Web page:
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Revolution from below: cleavage displacement and the collapse of elite politics in Bolivia

Faguet, Jean-Paul (2019) Revolution from below: cleavage displacement and the collapse of elite politics in Bolivia. Politics and Society, 47 (2). pp. 205-250. ISSN 0032-3292

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Identification Number: 10.1177/0032329219845944

Abstract

For fifty years, Bolivia’s political party system was a surprisingly robust component of an otherwise fragile democracy, withstanding coups, hyperinflation, guerrilla insurgencies, and economic chaos. Why did it suddenly collapse around 2002? This article offers a theoretical lens combining cleavage theory with Schattschneider’s concept of competitive dimensions for an empirical analysis of the structural and ideological characteristics of Bolivia’s party system from 1952 to 2010. Politics shifted from a conventional left-right axis of competition, unsuited to Bolivian society, to an ethnic/rural–cosmopolitan/urban axis closely aligned with its major social cleavage. That shift fatally undermined elite parties and facilitated the rise of structurally and ideologically distinct organizations, as well as a new indigenous political class, that transformed the country’s politics. Decentralization and political liberalization were the triggers that politicized Bolivia’s latent cleavage, sparking revolution from below. The article suggests a folk theorem of identitarian cleavage and outlines a mechanism linking deep social cleavage to sudden political change.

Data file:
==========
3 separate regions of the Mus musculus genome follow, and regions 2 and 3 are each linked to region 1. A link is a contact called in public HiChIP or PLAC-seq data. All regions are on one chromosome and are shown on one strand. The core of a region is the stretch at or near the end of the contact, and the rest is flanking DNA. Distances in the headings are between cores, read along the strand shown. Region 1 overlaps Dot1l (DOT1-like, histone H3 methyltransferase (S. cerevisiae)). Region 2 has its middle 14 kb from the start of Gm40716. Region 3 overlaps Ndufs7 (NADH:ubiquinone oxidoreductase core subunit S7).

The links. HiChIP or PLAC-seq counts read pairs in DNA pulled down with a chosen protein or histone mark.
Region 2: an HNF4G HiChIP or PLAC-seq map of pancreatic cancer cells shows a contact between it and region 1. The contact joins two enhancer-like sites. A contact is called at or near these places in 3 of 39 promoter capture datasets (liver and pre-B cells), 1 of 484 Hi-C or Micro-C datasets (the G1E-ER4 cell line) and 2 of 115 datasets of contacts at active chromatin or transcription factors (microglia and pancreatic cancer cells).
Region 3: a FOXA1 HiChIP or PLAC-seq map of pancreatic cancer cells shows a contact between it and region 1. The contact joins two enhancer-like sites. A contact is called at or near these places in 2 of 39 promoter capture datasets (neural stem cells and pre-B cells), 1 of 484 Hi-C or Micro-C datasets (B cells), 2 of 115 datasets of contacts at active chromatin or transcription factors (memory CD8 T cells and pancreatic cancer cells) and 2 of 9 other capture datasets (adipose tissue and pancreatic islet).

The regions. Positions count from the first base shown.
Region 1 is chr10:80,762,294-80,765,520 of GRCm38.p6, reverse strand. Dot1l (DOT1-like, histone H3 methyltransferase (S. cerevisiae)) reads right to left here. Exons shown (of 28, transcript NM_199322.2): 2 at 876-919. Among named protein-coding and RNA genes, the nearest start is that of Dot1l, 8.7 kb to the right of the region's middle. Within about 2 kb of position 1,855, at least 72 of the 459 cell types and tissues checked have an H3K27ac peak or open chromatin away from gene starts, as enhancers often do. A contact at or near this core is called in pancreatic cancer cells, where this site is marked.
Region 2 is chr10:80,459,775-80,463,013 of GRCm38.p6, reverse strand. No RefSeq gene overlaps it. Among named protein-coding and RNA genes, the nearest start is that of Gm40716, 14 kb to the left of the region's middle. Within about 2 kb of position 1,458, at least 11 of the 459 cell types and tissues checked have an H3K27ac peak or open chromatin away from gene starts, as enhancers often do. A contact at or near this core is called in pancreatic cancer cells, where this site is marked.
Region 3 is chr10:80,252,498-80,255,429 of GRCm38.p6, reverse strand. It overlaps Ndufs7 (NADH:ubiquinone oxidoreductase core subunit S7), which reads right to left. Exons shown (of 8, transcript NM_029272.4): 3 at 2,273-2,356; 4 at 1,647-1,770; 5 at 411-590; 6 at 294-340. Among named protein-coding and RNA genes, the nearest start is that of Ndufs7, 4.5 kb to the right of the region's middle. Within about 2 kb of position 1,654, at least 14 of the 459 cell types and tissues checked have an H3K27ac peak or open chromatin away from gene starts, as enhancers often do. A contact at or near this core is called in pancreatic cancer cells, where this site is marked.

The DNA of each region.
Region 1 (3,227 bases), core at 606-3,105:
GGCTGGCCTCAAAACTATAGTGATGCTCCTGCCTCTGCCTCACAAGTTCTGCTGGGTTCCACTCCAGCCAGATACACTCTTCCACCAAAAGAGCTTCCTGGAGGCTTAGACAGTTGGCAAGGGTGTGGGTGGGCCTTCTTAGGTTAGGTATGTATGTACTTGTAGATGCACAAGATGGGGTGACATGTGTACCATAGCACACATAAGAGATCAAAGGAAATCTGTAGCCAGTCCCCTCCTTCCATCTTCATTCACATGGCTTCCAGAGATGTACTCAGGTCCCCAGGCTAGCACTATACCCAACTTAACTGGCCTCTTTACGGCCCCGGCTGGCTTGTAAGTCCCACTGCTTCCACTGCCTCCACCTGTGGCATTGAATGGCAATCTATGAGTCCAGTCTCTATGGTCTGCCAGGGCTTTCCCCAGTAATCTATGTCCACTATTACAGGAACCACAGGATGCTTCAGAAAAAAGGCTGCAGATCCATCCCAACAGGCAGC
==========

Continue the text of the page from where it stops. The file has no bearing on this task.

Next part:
Item Type: Article
Additional Information: © 2019 The Author
Divisions: International Development
Subjects: J Political Science > JA Political science (General)
Date Deposited: 26 Apr 2019 10:30
Last Modified: 18 Sep 2019 23:08
URI: http://eprints.lse.ac.uk/id/eprint/100505

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